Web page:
The original romanesque church was erected after the Tatar invasion in 1241. Two years later, the local settlers, apparently of Walloon origin, received a privilege from King Bela IV. The village was later mentioned in documents from 1258 and 1262. Most likely, the parish church was built in this period, because its “royal” parish priest was mentioned in a document from 1273 in which king Ladislaus renewed older privileges. Church was damaged at the beginning of the fourteenth century during the fights of king Charles Robert with Matthew III Csák, Hungarian magnate, who sovereignly ruled the western part of today’s Slovakia. In 1434, the destroyed building was demolished and significantly rebuilt in the late Gothic style. The church tower was modified in the first half of the 19th century.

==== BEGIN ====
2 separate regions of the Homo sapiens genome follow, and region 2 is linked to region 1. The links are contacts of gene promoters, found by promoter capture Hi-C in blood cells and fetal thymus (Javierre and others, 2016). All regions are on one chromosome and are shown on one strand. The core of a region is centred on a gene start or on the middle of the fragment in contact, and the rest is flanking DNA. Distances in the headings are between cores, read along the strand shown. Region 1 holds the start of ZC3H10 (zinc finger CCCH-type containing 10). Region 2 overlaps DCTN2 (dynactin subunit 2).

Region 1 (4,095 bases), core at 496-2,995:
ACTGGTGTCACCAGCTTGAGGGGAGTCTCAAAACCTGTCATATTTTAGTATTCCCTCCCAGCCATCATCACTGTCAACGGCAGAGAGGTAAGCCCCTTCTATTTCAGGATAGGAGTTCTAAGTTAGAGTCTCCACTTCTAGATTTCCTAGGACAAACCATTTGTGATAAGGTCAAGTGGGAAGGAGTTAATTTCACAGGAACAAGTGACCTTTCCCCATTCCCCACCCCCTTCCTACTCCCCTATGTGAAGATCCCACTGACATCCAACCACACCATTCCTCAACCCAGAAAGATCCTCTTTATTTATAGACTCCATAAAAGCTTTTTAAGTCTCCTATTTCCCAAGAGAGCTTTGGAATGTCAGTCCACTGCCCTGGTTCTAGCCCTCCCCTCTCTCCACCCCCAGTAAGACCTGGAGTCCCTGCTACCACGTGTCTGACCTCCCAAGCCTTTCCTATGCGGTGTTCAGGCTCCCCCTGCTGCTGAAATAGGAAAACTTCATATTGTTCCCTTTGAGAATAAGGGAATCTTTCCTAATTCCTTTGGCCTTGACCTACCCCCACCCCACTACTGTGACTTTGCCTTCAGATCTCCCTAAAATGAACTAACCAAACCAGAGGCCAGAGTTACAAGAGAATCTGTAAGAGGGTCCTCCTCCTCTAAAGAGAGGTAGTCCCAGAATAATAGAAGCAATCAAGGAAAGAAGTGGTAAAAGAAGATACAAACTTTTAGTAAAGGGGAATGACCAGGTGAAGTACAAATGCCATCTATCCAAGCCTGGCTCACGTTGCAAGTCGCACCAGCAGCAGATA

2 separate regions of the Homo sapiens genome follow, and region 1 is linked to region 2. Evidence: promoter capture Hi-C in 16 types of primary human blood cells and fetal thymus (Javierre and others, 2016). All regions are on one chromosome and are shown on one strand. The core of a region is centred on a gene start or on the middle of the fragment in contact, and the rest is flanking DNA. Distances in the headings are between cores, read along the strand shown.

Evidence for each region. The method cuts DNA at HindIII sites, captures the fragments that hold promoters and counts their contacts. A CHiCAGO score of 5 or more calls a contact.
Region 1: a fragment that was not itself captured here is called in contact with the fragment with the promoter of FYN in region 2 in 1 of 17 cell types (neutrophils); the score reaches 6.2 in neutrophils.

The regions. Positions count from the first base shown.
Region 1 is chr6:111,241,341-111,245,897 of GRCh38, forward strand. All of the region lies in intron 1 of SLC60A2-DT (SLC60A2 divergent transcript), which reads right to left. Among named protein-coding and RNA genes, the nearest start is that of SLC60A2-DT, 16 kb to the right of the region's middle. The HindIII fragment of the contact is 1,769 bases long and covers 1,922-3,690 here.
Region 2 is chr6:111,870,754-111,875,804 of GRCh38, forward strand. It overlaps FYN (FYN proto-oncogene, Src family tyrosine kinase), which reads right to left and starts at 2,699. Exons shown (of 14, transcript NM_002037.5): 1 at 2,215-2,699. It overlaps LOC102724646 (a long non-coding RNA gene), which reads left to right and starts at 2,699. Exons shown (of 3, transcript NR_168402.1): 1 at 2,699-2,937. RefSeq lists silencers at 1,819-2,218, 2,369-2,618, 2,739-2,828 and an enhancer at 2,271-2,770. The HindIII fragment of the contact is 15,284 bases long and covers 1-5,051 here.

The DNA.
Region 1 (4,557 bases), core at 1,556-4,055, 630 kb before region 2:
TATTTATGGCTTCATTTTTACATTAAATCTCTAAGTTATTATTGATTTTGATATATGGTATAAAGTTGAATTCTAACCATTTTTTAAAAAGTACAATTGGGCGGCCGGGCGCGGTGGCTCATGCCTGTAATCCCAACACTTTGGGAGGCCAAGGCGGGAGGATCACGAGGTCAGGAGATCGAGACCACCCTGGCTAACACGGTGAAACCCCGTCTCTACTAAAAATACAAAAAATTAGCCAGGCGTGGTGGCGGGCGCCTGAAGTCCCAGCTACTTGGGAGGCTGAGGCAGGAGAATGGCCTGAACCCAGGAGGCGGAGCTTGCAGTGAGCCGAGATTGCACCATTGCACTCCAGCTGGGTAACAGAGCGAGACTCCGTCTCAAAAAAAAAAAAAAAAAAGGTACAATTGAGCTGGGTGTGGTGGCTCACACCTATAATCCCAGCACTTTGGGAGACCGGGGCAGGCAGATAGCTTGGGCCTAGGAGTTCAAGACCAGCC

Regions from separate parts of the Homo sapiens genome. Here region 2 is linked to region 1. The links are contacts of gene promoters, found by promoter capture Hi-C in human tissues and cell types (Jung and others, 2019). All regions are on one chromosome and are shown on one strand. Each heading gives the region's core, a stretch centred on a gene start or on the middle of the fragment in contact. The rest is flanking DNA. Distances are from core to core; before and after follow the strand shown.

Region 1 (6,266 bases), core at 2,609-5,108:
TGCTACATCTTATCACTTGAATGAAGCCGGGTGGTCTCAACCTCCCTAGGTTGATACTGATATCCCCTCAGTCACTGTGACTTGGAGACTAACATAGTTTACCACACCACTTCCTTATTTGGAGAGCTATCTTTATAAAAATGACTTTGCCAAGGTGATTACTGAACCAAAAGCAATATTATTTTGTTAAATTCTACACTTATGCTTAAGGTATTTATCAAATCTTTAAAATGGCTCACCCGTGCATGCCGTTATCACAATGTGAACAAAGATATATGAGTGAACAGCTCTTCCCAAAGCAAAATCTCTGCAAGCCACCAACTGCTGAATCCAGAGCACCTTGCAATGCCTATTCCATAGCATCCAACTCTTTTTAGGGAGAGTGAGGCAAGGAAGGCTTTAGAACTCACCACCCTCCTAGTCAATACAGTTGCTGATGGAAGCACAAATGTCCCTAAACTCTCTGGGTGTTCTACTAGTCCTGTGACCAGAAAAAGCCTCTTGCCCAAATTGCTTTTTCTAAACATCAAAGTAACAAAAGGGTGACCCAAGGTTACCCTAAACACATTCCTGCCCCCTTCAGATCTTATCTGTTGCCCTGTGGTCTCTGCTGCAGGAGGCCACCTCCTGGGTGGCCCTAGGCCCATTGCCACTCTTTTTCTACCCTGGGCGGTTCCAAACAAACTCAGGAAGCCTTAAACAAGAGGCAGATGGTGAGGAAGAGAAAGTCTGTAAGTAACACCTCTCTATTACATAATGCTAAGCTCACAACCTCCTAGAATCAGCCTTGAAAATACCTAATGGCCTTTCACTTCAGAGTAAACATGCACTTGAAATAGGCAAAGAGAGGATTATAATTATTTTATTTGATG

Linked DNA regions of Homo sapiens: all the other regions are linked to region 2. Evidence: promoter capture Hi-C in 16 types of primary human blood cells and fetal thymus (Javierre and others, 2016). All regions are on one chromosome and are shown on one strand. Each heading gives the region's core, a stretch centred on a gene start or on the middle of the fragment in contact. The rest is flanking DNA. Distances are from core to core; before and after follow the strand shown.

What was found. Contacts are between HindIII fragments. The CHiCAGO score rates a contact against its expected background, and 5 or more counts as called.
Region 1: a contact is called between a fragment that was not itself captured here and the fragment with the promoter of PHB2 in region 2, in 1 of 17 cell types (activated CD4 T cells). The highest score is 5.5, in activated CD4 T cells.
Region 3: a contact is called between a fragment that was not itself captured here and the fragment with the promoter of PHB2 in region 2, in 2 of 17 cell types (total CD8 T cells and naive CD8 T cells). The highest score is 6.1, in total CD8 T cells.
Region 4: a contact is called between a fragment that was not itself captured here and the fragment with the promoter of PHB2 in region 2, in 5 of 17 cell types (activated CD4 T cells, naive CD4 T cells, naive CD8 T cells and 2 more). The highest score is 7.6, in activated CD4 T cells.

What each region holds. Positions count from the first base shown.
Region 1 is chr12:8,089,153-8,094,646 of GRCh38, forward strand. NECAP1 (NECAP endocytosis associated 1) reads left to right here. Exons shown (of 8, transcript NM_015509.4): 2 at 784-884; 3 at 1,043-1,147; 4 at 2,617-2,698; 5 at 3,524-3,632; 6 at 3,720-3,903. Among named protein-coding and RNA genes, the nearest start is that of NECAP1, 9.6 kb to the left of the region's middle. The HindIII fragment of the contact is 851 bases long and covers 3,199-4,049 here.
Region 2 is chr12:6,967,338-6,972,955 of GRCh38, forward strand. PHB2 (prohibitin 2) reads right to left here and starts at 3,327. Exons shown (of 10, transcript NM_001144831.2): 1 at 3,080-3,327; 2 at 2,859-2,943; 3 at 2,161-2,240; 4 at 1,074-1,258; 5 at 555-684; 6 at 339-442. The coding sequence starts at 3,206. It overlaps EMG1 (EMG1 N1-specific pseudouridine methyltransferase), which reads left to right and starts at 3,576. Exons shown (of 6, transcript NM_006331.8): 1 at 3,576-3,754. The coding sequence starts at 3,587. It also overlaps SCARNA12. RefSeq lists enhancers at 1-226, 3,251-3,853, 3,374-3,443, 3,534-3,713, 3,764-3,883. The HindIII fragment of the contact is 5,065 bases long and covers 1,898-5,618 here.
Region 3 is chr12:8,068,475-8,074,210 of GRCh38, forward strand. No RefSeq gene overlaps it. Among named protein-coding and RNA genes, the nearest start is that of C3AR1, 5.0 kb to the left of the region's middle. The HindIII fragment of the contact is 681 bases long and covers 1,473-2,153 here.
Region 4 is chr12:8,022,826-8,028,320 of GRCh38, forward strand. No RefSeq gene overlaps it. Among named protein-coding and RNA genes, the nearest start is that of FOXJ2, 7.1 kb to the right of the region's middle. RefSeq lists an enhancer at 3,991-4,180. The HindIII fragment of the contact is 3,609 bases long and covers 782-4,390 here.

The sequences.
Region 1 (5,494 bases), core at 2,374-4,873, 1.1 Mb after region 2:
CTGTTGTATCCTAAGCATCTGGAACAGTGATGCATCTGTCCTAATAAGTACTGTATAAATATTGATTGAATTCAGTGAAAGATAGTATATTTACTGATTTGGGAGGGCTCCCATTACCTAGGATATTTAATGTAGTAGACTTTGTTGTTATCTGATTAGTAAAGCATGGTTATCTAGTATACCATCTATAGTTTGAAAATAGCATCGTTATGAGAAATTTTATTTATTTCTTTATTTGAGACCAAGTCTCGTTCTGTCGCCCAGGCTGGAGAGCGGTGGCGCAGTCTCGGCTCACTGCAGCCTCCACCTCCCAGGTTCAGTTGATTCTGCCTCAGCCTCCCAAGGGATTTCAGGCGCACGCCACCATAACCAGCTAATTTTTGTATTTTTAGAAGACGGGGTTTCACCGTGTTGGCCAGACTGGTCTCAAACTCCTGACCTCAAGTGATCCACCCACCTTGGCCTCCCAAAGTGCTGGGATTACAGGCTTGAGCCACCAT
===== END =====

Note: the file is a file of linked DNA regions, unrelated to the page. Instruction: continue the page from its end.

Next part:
The late-Gothic church was built as a three-aisle, pseudobasilic structure with a polygonal ended chancel and sacristy. The central, higher nave opens with side arches, but it does not have the lighting of its own windows. It was erected on the foundations of an older 13th century church. The presbytery and aisles have numerous buttresses, between which there are Gothic, ogival windows. The church is the second largest temple in the Spiš region (after the church of St. James in Levoca) with a length of 53 meters and a width of 21.5 meters. Inside, it is crowned with a stellar vault in the side aisles and a rib in the central nave. Among the original equipment have preserved the 15th-century crucifix of master Paul of Levoča, a Gothic tabernacle and a baptismal font from 1497.
Mencl V., Stredoveká architektúra na Slovensku, Praha 1937.
Website mojakomunita.sk, Farský kostol sv. Jána Krstiteľa v Spišských Vlachoch.